Wednesday, August 30, 2017

Magical roundabout

Durham County Council deserves great credit for the way it has planted roundabouts and road verges with colourful cornfield annuals.

This vibrant display is on the roundabout at the junction of the A68 and A689, just west of Crook. The rowan trees in the centre always produce a fine crop of berries but this year the addition of the flowers has produced a stunning display.

Corn marigold, cornflower, ox-eye daisy and corn poppy. A wonderful tapestry of colour.

Managing road verges in this way is a win-win-win strategy. It provides loads of nectar and pollen for insects, reduces maintenance, and makes a superb addition to the landscape.

This roundabout sits at the gateway to Weardale, part of the North Pennines Area of Outstanding Natural Beauty that is famous for its colourful meadows in summer. It provides a wonderful welcome to visitors to the dale. 

Tuesday, August 29, 2017

Painted Ladies

Lately a few painted lady butterflies have begun to appear in Teesdale and Weardale, wafted in by warm winds from the south. It's nothing like the spectacular invasion we enjoyed in 1996, when the first arrivals appeared in early July and bred on thistles to produce a second generation, so that there were enormous numbers by early autumn. Sometimes late invasions arrive in early autumn, as they did in 1903 (see below).

Painted ladies are noted for their infrequent but spectacular invasions and some of the largest of these, according to F.W. Frohawk in his Complete Book of British Butterflies published in 1934, coincided with wet summers in 1879 and 1903. 

This is how Frohawk described them:

"In 1879 the first migratory swarm appeared in North Africa in the middle of April. At Barcelona and Valencia enormous numbers occurred at the end of April and reached the island of Minorca on the first three days of May. On June 15th. vast swarms passed over Sevres, flying all day in a north-westerly direction. Similar flights were seen at Strasburg passing in countless numbers to the north, At Angers, on June 10th., an immense swarm flew over the city; it was estimated that between 40,000 and 50,000 passed along a single street in one hour; they were flying so low that pedestrians were inconvenienced by them. At Bisheim, on June 8th., the same phenomenon was observed and their numbers were so enormous that they darkened the sky. On June 11th. the flight that passed through Steyer in Austria, was so great that between one and two o'clock p.m. 90 to 100 per minute were counted in the breadth of 100 paces, the swarm being estimated at 1,000,000. Similar vast swarms were encountered in other places.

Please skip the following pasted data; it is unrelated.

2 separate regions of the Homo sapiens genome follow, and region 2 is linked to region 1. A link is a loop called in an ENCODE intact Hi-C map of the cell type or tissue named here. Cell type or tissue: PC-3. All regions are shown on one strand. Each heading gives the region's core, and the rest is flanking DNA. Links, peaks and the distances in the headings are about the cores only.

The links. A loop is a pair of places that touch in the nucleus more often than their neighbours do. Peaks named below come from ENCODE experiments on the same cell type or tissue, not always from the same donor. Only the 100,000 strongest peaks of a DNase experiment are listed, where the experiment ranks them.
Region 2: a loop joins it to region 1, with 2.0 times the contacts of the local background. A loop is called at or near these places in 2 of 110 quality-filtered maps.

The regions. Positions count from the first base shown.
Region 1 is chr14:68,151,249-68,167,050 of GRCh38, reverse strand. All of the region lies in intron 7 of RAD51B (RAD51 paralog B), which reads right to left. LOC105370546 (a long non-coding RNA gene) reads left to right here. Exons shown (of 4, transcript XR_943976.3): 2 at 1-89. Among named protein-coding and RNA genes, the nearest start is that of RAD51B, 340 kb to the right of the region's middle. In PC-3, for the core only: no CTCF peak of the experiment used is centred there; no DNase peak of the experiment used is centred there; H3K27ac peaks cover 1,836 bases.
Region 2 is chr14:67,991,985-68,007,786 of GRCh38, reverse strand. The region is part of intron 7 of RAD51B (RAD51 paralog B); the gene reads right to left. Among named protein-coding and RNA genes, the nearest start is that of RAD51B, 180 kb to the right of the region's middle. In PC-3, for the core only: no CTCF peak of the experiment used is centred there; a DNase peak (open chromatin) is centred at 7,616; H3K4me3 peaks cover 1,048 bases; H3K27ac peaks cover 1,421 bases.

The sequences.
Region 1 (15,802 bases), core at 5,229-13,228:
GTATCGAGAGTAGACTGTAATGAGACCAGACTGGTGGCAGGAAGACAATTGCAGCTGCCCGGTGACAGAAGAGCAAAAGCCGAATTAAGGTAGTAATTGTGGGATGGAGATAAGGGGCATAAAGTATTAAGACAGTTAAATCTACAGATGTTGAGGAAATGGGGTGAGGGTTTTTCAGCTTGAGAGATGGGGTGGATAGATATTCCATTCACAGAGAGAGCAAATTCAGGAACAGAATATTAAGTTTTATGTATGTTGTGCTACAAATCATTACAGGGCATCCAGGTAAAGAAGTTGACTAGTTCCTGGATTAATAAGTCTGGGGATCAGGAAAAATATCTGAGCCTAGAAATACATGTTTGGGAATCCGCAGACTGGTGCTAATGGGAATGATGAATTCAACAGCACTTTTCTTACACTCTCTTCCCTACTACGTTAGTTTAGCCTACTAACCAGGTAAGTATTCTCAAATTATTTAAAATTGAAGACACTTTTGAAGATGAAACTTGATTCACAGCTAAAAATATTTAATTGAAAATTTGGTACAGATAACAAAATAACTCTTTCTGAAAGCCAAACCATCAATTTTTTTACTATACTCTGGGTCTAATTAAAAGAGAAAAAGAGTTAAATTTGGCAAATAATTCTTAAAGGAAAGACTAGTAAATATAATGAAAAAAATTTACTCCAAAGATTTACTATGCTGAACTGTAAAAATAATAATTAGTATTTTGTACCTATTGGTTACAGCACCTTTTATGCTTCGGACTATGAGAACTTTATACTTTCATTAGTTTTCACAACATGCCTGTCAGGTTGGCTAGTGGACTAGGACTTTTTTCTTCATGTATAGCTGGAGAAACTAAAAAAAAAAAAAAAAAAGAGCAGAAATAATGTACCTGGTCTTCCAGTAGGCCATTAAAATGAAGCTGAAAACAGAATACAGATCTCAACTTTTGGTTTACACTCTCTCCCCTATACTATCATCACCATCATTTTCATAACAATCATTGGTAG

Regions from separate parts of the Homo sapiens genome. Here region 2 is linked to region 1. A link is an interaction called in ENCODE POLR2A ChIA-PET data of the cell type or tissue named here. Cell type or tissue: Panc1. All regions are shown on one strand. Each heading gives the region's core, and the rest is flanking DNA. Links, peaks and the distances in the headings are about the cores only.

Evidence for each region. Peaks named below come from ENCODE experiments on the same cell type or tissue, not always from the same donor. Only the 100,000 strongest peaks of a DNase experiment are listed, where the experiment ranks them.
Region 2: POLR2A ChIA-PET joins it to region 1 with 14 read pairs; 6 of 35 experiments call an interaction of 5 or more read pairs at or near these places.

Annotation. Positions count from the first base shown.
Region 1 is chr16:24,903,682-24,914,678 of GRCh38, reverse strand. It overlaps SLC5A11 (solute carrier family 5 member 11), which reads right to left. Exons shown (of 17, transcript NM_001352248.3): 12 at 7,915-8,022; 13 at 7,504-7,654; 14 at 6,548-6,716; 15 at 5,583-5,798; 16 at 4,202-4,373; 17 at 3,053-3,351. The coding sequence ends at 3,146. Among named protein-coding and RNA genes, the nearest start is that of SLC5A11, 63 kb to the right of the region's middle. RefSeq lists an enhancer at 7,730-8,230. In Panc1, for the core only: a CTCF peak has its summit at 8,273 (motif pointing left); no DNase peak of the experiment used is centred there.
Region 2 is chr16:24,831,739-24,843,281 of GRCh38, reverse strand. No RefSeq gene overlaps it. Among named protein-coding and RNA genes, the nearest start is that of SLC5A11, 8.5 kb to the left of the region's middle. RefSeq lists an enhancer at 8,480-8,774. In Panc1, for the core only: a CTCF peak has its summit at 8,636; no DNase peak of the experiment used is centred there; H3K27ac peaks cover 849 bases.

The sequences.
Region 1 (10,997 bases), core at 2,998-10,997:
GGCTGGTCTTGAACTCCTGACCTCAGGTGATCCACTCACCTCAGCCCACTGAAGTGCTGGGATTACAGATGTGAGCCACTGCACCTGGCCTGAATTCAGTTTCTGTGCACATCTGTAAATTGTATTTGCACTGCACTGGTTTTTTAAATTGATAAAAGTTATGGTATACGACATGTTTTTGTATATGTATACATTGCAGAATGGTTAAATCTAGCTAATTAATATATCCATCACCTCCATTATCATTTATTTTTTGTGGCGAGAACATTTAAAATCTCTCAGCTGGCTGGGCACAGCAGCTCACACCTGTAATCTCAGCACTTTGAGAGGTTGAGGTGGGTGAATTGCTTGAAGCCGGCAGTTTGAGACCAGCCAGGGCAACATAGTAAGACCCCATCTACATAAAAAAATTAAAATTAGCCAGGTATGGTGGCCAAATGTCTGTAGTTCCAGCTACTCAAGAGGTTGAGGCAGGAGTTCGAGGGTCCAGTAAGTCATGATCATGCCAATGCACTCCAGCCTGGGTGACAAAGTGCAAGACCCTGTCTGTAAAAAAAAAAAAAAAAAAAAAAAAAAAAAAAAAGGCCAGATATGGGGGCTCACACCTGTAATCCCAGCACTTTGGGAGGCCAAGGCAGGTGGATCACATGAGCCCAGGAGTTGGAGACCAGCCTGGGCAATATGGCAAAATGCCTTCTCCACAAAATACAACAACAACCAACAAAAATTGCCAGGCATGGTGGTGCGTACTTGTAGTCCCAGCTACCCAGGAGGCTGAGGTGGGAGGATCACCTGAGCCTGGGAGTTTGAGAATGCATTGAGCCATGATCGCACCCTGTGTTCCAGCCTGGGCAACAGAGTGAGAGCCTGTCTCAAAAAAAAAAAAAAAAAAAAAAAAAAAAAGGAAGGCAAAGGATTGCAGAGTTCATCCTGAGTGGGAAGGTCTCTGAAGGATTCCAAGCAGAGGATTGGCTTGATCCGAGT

Again, in 1903, a sudden and great invasion of these butterflies occurred in the autumn. They arrived in hundreds of thousands along the southern and eastern coast and dispersed over the whole of the British Islands. The flight was so vast that it extended from the Shetlands to the extreme south of England and Ireland. Their numbers were so prodigious that they swarmed along the whole of the eastern seaboard, from Durham to Kent, and wherever observations were made on the Scottish coast, they were abundant. The first arrivals of this vast invasion reached our shores on September 18th., and the flight continued for five or six days, their numbers increasing daily."

These butterflies look particularly attractive when you view them from below, with the sun shining through their wings that then resemble stained glass windows.

This individual was in Weardale yesterday, feeding on knapweed.

Thursday, August 3, 2017

Golden-ringed dragonfly

Dragonflies are the subject of my Guardian Country Diary today.

This is the peak period locally to watch these spectacular gold-ringed dragonflies Cordulegaster boltonii, which have the longest body (but not the greatest wing span) of any UK species. We discovered this female in the early morning, torpid after a cool night, resting on a patch of rushes next to a footpath.

There are several prime locations for this impressive insect here in the North Pennines. One of the best is in Hamsterley forest, near Spurleswood beck, which has the kind of crystal clear, highly oxygenated water and stony stream bed that forms a perfect breeding habitat. Another is along the river Derwent near Blanchland in Northumberland. A third is in Weardale, in a shallow stony beck that runs down the hill into the top of Tunstall reservoir near Wolsingham in Weardale.

While I was photographing this individual she began to warm up her flight muscles, first with just the merest hint of a vibration in her wings, until she was like a helicopter on the verge of take-off. Then she let go with those legs, which are of little use for walking but are used for gripping perches and catching prey in mid-air ..... and she was gone, hunting flies over the bracken.

The marvels of dragonfly vision are almost beyond our comprehension. We have trichromatic vision, with sensors that detect red, green and blue, which together define our visual spectrum. Dragonflies have sensors that detect at least five wavelengths, in addition to ultra-violet which is beyond our perception, and some species have thirty sensors that each detect a different wavelength, so their colour spectrum is vastly more complex and subtle than ours.

It's an interesting thought that those bright colours that we admire when we watch a dragonfly are not the colours that they see.

Then there are those massive compound eyes, each composed of thousands of separate facets (ommatidia), which give them highly sensitive flicker vision. When fast-moving objects cross their field of view they are tracked by a succession of ommatidia that convey the information to the brain.

Their amazing eyes, coupled with their speed of flight and extreme manoeuvrability, make them deadly aerial interceptors.